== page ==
No RJ, You have it exactly backwards. What the economy needs for recovery is more economic activity (that’s by definition). What more economic activity depends on is more spending/investment. What more spending/investment needs is less debt (e.g capacity to invest or spend, often taking on more debt). At the present banks have more than enough reserves, but can’t find suitable investors to take on more debt (so the reserves are unused).

    The causality your argument implies is that creating lines of credit creates economic activity. It clearly doesn’t, economic activity creates more credit (and debt). You can observe this from the fact that there is a real economy which exists outside of the banking system.

    I can agree with your comments only in the context that continued paying back the current debts will be bad for the economy. If every debt was magically halved (in a way that also satisfied creditors, and ideally without inflation) then the recovery would be instant.

    In fact some of the key points of full-reserve banking are that total debt levels should have an upper limit, and that government spending can be increased (when economically indicated) without additional government debt needing to be taken on.

    Ben, you might want to review the material here
    http://www.debtdeflation.com/blogs/
    The travesty of neoclassical macroeconomics.

    It includes some good published references to statistics and papers indicating that money creation is exogenous not endrogenous.

    • Graham Hodgson

      No, RJ has it right.

      As the poor indebted people of this country, those that are honest and assiduous about their debts, continue to pay off what they have borrowed, then the amount they have to spend with the beleaguered enterprises of the economy diminishes accordingly, but nobody elses’s ability to spend increases. People stop spending if they’re paying off their debts. And if they stop spending, there’s no revenue to encourage enterprises to invest for future growth.

      Banks claim they can’t find people to lend to because they look at enterprises’ accounts and find that revenues are static or falling, because customers are spending their money servicing their debts instead of consuming, so the enterprises are considered poor risks, so they have to pay more for the loans on offer, which enterprises find unsupportable and reject.

      Now Ben said this wouldn’t happen if the system ran in accordance with Positive Money proposals. Why not?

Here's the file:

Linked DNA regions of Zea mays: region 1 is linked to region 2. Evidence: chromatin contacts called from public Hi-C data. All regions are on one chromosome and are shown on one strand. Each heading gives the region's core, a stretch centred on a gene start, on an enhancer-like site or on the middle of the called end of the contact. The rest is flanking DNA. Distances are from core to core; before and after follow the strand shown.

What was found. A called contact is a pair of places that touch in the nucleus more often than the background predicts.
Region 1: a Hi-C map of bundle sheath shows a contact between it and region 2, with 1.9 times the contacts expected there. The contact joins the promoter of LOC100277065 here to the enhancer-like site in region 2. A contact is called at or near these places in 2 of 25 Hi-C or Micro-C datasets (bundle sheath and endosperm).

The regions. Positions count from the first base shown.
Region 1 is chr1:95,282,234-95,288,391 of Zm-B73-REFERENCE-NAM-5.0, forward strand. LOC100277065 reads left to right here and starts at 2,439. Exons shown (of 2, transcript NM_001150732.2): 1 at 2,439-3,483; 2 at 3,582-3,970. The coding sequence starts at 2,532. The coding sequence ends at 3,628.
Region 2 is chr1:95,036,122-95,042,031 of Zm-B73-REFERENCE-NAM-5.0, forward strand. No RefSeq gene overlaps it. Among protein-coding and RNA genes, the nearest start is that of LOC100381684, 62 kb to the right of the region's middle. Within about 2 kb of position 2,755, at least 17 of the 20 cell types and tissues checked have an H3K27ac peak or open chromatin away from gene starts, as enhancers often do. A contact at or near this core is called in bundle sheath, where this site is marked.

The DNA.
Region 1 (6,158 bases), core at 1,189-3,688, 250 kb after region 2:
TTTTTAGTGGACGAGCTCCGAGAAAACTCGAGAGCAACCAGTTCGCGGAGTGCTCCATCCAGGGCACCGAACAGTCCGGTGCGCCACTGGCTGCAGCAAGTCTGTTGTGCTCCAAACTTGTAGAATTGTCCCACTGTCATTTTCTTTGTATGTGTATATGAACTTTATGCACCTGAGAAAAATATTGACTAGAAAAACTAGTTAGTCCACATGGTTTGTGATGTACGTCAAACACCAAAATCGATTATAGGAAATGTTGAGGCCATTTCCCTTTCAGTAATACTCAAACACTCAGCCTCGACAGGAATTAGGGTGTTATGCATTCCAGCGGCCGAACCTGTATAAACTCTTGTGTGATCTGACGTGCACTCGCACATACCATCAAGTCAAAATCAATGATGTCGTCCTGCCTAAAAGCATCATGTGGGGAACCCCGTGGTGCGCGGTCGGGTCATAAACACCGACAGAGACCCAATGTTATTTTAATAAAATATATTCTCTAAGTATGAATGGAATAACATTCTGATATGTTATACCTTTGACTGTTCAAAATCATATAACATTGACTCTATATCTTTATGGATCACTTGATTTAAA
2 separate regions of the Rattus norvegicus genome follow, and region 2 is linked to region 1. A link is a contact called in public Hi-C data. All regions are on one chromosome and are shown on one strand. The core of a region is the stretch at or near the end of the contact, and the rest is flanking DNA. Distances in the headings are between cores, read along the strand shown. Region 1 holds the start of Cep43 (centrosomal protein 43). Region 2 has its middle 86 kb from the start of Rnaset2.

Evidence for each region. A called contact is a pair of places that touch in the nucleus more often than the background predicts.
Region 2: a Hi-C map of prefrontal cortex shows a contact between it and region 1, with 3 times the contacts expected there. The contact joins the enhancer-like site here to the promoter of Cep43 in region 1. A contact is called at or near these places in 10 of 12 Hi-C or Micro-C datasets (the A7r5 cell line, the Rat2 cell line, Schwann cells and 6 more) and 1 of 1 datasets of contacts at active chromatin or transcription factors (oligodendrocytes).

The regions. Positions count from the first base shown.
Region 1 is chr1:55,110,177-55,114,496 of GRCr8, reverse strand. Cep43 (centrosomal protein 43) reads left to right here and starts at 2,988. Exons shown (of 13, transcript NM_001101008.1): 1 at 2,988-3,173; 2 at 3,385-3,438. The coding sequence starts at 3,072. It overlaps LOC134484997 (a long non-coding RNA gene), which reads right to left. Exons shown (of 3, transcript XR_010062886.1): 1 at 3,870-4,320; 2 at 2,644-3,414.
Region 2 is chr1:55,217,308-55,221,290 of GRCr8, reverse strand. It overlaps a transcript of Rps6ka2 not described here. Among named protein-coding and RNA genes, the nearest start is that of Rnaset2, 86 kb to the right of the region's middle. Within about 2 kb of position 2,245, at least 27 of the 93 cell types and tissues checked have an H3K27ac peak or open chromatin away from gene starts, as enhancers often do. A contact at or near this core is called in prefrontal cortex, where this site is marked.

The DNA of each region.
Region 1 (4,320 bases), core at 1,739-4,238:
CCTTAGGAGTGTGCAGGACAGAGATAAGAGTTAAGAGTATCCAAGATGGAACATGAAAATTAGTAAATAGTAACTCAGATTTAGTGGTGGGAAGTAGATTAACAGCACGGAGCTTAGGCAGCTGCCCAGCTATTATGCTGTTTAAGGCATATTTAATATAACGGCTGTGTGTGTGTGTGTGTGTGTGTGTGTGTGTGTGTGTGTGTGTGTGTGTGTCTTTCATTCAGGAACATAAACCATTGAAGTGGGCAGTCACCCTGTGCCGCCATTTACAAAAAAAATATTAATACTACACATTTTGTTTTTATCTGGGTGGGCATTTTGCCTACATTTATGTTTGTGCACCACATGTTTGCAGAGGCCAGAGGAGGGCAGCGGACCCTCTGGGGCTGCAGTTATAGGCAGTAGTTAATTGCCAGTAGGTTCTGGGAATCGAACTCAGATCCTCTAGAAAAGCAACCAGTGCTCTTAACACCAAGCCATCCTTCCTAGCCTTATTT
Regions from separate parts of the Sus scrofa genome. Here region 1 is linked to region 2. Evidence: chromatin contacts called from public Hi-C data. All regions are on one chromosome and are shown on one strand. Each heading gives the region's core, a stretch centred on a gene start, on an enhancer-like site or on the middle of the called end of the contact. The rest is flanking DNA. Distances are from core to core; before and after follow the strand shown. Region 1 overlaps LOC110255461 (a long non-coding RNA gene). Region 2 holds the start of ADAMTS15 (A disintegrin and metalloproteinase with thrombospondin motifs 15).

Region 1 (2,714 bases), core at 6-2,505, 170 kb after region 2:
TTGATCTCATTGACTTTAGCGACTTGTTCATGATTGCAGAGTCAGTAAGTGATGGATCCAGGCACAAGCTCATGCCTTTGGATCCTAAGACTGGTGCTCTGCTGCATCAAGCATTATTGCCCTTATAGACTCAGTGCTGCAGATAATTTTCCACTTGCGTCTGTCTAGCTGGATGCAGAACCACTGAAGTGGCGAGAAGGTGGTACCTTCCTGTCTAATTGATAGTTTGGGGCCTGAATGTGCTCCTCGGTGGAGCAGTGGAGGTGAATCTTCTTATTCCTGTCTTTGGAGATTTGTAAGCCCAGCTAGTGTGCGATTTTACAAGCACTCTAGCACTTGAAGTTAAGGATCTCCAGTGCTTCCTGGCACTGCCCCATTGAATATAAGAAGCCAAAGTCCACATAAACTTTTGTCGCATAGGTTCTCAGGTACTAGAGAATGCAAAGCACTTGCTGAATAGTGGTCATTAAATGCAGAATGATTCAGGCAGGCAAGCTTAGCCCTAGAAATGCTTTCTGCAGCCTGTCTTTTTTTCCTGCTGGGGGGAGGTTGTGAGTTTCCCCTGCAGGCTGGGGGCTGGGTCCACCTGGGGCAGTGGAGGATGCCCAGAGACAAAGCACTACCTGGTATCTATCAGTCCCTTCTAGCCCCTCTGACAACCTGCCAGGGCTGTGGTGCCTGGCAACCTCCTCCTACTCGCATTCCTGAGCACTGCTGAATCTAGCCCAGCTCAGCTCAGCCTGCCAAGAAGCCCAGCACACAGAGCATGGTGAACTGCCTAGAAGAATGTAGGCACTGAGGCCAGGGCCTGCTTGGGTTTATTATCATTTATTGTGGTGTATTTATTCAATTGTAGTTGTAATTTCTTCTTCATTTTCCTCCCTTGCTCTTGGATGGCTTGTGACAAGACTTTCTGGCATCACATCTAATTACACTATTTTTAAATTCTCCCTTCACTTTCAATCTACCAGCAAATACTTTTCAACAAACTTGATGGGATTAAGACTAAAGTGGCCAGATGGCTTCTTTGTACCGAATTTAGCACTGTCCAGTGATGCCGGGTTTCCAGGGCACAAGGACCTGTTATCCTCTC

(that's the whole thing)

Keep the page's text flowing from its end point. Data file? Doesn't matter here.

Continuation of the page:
Let’s assume today’s situation had occurred under the aegis of the Positive Money banking system. It couldn’t have, because today’s crisis arose from doubts about banks’ ability to acquire the flow of central bank assets (reserves) needed to support the transfer of their liabilities through the payments settlement process, which would not be a consideration under the Positive Money proposals. Nevertheless, households and businesses feel under pressure but, whether from the Puritan ethic that debts must be honoured, or because pragmatically they know that banks have the legal authority to destroy them, they are motivated to service their debts rather than feeding their families.

      As these borrowers pay off their debts the investment accounts of the people who subscribed to the borrowings that gave rise to these debts replenish. If banks decide to set onerous conditions on new borrowings, then these subscribers, finding their funds are earning nothing, can withdraw them to find other lending agencies with more flexible loan criteria, or spend the funds themselves.

      Money is not destroyed by loan repayments under the Positive Money proposals, unlike under the present system, so debts can be repaid without the disasterous impact on economies in a recession that RJ so rightly points to. But as things stand at present, to repay debts is to condemn the economy to money starvation.

      • RJ

        I think the article should say the Euro nations are not. The Uk is fine

        http://rodgermmitchell.wordpress.com/2010/06/08/anthropomorphic-economics/

        An alternative to popular faith

        Fundamental to debt hawk beliefs is the idea that monetarily sovereign nations are like you and me. Thus, debt hawks practice “anthropomorphic economics.”

        A monetarily sovereign nation is the monopoly supplier of its currency, which currency is not tied to any asset (like gold) or to a foreign currency. A monetarily sovereign nation has the unlimited ability, and the monopoly power, to create its currency.

        The U.S., Canada, Australia, China and India are monetarily sovereign. The EU nations are not. That is why so many of the comparisons between Greece and the U.S. are false.

        • Graham Hodgson

          How can a state be monetarily sovereign if it has to rely on borrowing from those willing to lend in order to finance its expenditure?

          Democracy is predicated upon the notion that the power to tax makes the impact of government spending visible to the electorate, who can then regulate government through the ballot box.

          Who regulates a government which has to go cap in hand to the bond markets?